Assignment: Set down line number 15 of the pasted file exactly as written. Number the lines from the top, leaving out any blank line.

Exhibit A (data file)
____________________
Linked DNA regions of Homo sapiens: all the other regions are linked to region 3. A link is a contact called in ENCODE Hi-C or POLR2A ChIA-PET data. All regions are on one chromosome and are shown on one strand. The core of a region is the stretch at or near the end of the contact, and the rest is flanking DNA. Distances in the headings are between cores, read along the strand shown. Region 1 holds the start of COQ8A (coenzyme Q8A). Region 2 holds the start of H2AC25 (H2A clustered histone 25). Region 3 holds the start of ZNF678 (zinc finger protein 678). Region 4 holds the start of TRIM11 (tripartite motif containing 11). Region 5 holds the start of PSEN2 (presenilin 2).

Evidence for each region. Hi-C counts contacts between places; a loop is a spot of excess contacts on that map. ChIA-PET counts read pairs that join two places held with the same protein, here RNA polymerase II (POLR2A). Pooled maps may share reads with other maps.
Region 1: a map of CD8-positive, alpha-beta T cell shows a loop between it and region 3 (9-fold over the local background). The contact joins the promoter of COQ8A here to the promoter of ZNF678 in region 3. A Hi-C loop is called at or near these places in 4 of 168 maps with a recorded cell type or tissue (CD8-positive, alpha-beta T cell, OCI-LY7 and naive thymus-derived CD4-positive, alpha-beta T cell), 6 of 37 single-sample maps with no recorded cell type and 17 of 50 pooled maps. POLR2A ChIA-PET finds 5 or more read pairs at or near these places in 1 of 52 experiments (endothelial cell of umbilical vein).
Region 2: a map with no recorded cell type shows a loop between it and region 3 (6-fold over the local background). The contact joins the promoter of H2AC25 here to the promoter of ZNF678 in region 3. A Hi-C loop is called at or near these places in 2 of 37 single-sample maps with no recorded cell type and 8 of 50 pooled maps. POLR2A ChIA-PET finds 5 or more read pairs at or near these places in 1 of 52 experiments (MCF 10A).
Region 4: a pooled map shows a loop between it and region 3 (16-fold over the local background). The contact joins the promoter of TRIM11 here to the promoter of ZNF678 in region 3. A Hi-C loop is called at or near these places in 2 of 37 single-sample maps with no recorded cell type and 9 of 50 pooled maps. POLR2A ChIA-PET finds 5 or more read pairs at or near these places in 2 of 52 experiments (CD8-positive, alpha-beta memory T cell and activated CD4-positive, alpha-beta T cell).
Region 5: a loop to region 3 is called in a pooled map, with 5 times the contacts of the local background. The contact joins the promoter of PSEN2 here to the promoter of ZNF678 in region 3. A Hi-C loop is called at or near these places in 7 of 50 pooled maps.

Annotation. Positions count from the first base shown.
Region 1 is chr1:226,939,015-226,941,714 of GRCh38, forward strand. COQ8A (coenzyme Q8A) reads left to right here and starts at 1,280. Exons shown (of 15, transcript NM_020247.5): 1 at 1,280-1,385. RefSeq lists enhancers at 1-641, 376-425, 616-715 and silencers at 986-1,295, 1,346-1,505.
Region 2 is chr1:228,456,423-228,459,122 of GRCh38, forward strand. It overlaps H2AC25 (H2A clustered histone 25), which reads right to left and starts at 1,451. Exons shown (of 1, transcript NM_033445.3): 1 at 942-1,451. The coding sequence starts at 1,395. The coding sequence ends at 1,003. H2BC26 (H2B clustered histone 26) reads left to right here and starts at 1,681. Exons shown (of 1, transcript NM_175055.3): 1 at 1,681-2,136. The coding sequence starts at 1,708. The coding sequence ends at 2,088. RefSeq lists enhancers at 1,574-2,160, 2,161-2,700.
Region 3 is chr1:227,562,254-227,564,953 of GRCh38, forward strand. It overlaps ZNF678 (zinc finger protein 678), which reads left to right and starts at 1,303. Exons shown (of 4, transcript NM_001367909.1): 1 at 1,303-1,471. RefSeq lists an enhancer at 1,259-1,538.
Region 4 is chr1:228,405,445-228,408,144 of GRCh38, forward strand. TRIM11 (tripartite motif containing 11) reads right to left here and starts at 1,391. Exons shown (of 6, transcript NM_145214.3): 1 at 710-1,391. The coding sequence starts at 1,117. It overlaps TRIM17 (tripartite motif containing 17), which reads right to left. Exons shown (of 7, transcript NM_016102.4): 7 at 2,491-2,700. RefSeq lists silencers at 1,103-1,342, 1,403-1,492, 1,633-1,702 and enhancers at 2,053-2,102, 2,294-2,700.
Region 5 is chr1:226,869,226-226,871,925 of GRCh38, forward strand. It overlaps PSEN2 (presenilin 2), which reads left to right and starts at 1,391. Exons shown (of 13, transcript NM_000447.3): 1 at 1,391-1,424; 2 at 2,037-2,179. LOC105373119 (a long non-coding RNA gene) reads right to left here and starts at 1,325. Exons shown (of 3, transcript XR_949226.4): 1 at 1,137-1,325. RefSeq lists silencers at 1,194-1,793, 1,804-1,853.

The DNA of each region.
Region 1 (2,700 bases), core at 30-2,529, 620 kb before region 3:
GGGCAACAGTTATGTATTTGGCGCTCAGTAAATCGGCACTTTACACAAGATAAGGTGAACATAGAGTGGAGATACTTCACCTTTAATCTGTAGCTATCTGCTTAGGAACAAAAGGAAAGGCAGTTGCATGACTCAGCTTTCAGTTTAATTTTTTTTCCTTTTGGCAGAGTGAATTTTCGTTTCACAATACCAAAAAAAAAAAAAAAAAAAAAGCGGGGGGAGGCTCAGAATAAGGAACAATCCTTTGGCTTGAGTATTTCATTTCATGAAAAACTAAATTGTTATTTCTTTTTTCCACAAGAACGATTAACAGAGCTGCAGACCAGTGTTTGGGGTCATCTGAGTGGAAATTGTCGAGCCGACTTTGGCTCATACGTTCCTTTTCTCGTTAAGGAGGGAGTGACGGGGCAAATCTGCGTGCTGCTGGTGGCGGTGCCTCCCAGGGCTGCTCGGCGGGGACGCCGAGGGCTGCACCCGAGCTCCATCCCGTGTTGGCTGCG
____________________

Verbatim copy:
GGGCAACAGTTATGTATTTGGCGCTCAGTAAATCGGCACTTTACACAAGATAAGGTGAACATAGAGTGGAGATACTTCACCTTTAATCTGTAGCTATCTGCTTAGGAACAAAAGGAAAGGCAGTTGCATGACTCAGCTTTCAGTTTAATTTTTTTTCCTTTTGGCAGAGTGAATTTTCGTTTCACAATACCAAAAAAAAAAAAAAAAAAAAAGCGGGGGGAGGCTCAGAATAAGGAACAATCCTTTGGCTTGAGTATTTCATTTCATGAAAAACTAAATTGTTATTTCTTTTTTCCACAAGAACGATTAACAGAGCTGCAGACCAGTGTTTGGGGTCATCTGAGTGGAAATTGTCGAGCCGACTTTGGCTCATACGTTCCTTTTCTCGTTAAGGAGGGAGTGACGGGGCAAATCTGCGTGCTGCTGGTGGCGGTGCCTCCCAGGGCTGCTCGGCGGGGACGCCGAGGGCTGCACCCGAGCTCCATCCCGTGTTGGCTGCG